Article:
Blogging Predictions for 2007

January 2nd, 2007 | Categories: blogs, trends

In response to a post by Tony over at the Blog, I am going to make some specific predictions about the blogosphere for 2007.

Perception shift: Historically, a blog has been stereotyped as a ‘personal journal’ or ‘diary’ to the non-techie. In other words, it is categorized as a log of someone’s daily happenings. This is often true. However, a large number of blogs are NOT personal sites, but rather sites that cater to specific topics or report news. I think that we will see a shift in the perception of the term toward this mentality.

Bridging the gap: Up until recently, the gap between A-list bloggers and the rest of the pack has been enormous. But the line is being blurred. More and more so called B and C-listers are making their way up the ladder. The days of the blogging elite are numbered.

Deeper niches: As the number of blogs continues to increase at an astonishing rate, we will witness the further proliferation of tighter and tighter niches. In other words, instead of a new blog about dogs, someone may choose to blog about poodles or pugs in particular. This general trend will continue to occur as long as the blogosphere expands. The more blogs, the deeper the niches.

More full-timers: As the blogosphere matures and more and more readers become accustomed to this new media outlet, the opportunity for a career in blogging has become more and more real for many people. The combination of good content, a carved-out niche, and a solid ad system (i.e. maybe Google AdSense, Text Link Ads, or direct sales) can potentially lead to a full-time job in the field. In addition, blog networks are further facilitating this transition by streamlining the process.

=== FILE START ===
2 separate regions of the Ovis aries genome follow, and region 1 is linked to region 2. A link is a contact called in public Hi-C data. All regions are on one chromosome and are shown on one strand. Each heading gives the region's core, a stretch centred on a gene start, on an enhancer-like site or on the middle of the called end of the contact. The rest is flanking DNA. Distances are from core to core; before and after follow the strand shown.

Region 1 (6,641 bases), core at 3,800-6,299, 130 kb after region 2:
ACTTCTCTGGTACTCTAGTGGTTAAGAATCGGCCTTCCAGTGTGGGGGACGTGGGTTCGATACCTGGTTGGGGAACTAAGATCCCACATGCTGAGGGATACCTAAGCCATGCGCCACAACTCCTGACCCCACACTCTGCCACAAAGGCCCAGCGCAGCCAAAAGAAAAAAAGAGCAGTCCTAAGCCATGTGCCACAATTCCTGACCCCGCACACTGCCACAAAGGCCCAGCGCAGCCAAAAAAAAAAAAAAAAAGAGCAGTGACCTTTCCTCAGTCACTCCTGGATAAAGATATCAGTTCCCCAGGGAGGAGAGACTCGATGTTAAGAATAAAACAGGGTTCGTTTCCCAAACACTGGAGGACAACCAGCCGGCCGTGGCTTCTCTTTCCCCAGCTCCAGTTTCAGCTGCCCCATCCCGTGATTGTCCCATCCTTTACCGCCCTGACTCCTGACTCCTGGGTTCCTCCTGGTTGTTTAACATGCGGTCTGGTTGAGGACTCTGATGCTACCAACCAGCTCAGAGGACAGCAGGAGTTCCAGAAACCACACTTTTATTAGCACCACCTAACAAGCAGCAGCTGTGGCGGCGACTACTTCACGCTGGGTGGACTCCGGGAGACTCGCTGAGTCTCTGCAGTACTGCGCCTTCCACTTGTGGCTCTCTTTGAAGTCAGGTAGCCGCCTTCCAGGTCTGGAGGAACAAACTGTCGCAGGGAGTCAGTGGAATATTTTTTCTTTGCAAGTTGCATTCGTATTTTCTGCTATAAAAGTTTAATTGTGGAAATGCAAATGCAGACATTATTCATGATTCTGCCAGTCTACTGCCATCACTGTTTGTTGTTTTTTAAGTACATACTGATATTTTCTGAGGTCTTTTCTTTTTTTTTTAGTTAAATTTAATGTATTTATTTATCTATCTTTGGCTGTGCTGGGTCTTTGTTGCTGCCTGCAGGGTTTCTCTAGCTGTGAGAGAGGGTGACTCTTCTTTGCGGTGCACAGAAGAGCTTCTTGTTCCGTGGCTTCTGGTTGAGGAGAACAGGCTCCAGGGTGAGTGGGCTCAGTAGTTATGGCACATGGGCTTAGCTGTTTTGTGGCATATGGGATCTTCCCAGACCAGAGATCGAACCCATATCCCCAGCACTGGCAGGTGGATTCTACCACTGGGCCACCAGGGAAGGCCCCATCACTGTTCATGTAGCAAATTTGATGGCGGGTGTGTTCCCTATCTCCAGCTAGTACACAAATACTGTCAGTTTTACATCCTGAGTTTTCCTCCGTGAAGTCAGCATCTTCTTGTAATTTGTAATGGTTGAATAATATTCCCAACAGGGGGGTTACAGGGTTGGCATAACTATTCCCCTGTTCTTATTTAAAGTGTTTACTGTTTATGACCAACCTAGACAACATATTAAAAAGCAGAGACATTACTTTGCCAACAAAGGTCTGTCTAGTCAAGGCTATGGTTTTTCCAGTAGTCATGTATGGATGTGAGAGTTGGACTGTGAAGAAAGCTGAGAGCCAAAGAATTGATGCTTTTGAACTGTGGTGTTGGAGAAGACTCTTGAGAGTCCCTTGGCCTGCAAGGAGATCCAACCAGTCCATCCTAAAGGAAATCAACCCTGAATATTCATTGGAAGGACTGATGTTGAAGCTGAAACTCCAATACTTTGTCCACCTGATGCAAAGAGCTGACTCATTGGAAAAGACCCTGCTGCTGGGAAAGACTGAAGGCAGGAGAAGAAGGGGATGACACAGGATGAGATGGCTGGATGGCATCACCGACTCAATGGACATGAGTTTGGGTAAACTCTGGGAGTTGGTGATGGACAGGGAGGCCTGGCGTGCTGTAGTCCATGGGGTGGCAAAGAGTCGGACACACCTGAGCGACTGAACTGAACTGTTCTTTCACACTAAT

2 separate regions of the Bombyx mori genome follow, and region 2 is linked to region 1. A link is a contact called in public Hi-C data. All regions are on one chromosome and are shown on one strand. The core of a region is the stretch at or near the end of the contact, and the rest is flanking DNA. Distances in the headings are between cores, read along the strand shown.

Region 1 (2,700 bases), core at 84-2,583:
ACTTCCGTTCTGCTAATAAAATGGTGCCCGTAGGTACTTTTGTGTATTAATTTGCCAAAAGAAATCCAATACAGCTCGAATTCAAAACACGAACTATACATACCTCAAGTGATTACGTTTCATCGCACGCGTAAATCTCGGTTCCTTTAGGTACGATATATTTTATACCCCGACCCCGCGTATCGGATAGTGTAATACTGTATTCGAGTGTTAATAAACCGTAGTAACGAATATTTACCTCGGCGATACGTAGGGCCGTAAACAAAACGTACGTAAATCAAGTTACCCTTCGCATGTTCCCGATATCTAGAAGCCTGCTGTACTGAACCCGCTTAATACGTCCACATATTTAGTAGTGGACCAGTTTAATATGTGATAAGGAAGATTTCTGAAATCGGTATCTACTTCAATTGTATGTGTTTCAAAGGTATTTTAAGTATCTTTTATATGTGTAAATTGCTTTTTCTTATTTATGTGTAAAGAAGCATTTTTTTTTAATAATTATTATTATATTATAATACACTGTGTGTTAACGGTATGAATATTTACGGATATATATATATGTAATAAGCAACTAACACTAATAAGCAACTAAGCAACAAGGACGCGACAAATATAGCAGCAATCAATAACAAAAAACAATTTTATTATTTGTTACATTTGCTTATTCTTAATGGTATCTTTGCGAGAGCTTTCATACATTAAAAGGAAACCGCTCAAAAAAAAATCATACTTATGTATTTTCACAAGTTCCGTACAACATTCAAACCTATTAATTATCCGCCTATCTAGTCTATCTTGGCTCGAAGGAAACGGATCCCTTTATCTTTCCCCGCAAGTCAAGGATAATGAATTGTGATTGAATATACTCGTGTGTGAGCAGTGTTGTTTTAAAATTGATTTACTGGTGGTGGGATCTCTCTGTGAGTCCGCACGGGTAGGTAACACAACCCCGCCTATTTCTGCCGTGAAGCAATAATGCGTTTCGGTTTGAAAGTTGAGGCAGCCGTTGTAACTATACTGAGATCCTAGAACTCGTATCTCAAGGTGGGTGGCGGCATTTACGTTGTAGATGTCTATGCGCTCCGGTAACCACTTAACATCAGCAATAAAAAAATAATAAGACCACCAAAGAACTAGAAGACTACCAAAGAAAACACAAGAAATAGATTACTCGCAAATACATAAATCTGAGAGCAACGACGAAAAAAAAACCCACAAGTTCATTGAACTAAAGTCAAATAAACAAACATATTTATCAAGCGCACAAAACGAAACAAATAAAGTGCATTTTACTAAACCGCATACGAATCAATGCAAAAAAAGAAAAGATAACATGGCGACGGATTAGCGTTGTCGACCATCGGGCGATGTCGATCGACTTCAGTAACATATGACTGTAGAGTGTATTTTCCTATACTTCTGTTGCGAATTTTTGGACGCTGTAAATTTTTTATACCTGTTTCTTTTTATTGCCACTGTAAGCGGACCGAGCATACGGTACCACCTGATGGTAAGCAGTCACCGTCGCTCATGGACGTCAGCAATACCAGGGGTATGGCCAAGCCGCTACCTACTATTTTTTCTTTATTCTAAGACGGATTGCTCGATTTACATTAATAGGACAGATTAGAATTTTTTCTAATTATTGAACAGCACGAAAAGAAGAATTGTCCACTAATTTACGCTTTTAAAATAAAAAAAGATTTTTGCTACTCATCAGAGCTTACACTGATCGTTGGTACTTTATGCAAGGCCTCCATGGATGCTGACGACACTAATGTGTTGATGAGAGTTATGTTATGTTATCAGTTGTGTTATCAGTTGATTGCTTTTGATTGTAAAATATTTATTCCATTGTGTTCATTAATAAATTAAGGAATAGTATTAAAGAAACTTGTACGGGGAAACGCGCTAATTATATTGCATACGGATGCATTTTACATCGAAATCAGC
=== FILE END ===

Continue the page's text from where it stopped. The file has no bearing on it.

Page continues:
Increase in blogging tools: More and more start-ups are popping up with tools that cater to bloggers. Furthermore, widgets and web apps are making the lives of bloggers much easier, while providing maximum exposure and distribution for the given company.

I could have said blah, blah, blah… blogs are the new media… blah, blah, blah… they are replacing newspapers and old media… but this is obvious and inherent. Nonetheless, the trends listed above are just a few I see surfacing in the year to come…


  1. Tony Says:

    Thx for the response!

    Everything sounds pretty reasonable. I’m especially looking forward to the ‘Perception shift’.. maybe to better explain what I do to my non-techie friends? Hopefully after 2007 I wouldn’t have to ;)

  2. Aidan Says:

    No problem Tony.

    I hope that the perception shift occurs as well. When I tell my friends and family I have a blog, they ask why the hell anyone would want to read about my daily life. Fair enough.

    Little do they know…

  3. Tony Says:

    Similarly when I first told my girlfriend about my blog, she couldn’t understand why I would want to have it “publically accessable” (as oppose to friends-only Livejournal entries). At least she gets some of the online privacy issues :)

  4. Aidan Says:

    Very true.

  5. andrew wee Says:

    interesting observations.

    the bottomline seems to sound like blogging is going to step up a notch this year?

  6. Aidan Says:


    Blogging is definitely going to step it up a notch this year - in a big way. Though blogging seems prolific and mainstream already, we haven’t even seen the tip of the iceberg yet.


  7. andrew wee Says:

    good observations.